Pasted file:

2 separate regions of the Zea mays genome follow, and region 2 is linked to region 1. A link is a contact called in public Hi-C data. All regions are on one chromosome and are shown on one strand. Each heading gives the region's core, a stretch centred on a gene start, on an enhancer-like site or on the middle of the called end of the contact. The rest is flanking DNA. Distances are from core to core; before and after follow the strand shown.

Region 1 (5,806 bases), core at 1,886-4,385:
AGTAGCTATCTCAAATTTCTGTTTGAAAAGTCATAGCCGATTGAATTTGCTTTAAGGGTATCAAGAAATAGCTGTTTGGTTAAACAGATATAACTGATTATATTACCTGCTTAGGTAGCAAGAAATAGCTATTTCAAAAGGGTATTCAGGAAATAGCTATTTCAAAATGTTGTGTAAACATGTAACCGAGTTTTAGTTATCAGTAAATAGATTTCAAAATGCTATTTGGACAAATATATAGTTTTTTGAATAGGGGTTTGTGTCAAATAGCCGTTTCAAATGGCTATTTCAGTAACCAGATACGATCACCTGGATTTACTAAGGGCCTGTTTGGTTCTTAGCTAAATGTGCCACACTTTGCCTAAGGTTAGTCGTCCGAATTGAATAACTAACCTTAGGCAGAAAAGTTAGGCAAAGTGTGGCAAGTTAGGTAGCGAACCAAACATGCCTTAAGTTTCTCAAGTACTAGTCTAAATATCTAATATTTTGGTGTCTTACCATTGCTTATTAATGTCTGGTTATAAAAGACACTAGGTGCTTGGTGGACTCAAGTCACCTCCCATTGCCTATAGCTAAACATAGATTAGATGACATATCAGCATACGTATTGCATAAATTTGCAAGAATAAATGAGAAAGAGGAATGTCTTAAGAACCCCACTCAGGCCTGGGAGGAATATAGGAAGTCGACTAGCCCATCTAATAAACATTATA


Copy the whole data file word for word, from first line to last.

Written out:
2 separate regions of the Zea mays genome follow, and region 2 is linked to region 1. A link is a contact called in public Hi-C data. All regions are on one chromosome and are shown on one strand. Each heading gives the region's core, a stretch centred on a gene start, on an enhancer-like site or on the middle of the called end of the contact. The rest is flanking DNA. Distances are from core to core; before and after follow the strand shown.

Region 1 (5,806 bases), core at 1,886-4,385:
AGTAGCTATCTCAAATTTCTGTTTGAAAAGTCATAGCCGATTGAATTTGCTTTAAGGGTATCAAGAAATAGCTGTTTGGTTAAACAGATATAACTGATTATATTACCTGCTTAGGTAGCAAGAAATAGCTATTTCAAAAGGGTATTCAGGAAATAGCTATTTCAAAATGTTGTGTAAACATGTAACCGAGTTTTAGTTATCAGTAAATAGATTTCAAAATGCTATTTGGACAAATATATAGTTTTTTGAATAGGGGTTTGTGTCAAATAGCCGTTTCAAATGGCTATTTCAGTAACCAGATACGATCACCTGGATTTACTAAGGGCCTGTTTGGTTCTTAGCTAAATGTGCCACACTTTGCCTAAGGTTAGTCGTCCGAATTGAATAACTAACCTTAGGCAGAAAAGTTAGGCAAAGTGTGGCAAGTTAGGTAGCGAACCAAACATGCCTTAAGTTTCTCAAGTACTAGTCTAAATATCTAATATTTTGGTGTCTTACCATTGCTTATTAATGTCTGGTTATAAAAGACACTAGGTGCTTGGTGGACTCAAGTCACCTCCCATTGCCTATAGCTAAACATAGATTAGATGACATATCAGCATACGTATTGCATAAATTTGCAAGAATAAATGAGAAAGAGGAATGTCTTAAGAACCCCACTCAGGCCTGGGAGGAATATAGGAAGTCGACTAGCCCATCTAATAAACATTATA